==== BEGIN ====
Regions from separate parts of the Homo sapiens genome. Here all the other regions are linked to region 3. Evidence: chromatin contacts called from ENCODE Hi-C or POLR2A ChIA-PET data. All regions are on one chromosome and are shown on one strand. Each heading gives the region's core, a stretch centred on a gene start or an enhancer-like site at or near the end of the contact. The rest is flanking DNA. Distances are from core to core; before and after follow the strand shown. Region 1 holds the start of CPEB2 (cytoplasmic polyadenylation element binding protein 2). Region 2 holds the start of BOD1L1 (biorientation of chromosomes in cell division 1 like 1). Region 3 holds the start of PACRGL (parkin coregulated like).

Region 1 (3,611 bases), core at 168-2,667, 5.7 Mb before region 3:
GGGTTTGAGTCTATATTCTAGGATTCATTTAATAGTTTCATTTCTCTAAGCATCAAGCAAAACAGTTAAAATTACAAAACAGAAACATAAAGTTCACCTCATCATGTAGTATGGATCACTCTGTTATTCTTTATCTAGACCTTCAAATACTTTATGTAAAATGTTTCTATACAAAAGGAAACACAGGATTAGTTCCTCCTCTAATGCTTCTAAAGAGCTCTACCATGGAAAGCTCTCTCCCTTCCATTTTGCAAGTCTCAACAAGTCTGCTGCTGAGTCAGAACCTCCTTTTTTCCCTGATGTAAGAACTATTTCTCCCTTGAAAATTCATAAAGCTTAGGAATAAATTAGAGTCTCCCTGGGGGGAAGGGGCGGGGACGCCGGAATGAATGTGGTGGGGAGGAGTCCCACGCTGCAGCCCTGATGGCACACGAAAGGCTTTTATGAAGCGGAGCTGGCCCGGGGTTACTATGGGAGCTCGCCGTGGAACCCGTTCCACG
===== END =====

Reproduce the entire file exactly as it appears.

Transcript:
Regions from separate parts of the Homo sapiens genome. Here all the other regions are linked to region 3. Evidence: chromatin contacts called from ENCODE Hi-C or POLR2A ChIA-PET data. All regions are on one chromosome and are shown on one strand. Each heading gives the region's core, a stretch centred on a gene start or an enhancer-like site at or near the end of the contact. The rest is flanking DNA. Distances are from core to core; before and after follow the strand shown. Region 1 holds the start of CPEB2 (cytoplasmic polyadenylation element binding protein 2). Region 2 holds the start of BOD1L1 (biorientation of chromosomes in cell division 1 like 1). Region 3 holds the start of PACRGL (parkin coregulated like).

Region 1 (3,611 bases), core at 168-2,667, 5.7 Mb before region 3:
GGGTTTGAGTCTATATTCTAGGATTCATTTAATAGTTTCATTTCTCTAAGCATCAAGCAAAACAGTTAAAATTACAAAACAGAAACATAAAGTTCACCTCATCATGTAGTATGGATCACTCTGTTATTCTTTATCTAGACCTTCAAATACTTTATGTAAAATGTTTCTATACAAAAGGAAACACAGGATTAGTTCCTCCTCTAATGCTTCTAAAGAGCTCTACCATGGAAAGCTCTCTCCCTTCCATTTTGCAAGTCTCAACAAGTCTGCTGCTGAGTCAGAACCTCCTTTTTTCCCTGATGTAAGAACTATTTCTCCCTTGAAAATTCATAAAGCTTAGGAATAAATTAGAGTCTCCCTGGGGGGAAGGGGCGGGGACGCCGGAATGAATGTGGTGGGGAGGAGTCCCACGCTGCAGCCCTGATGGCACACGAAAGGCTTTTATGAAGCGGAGCTGGCCCGGGGTTACTATGGGAGCTCGCCGTGGAACCCGTTCCACG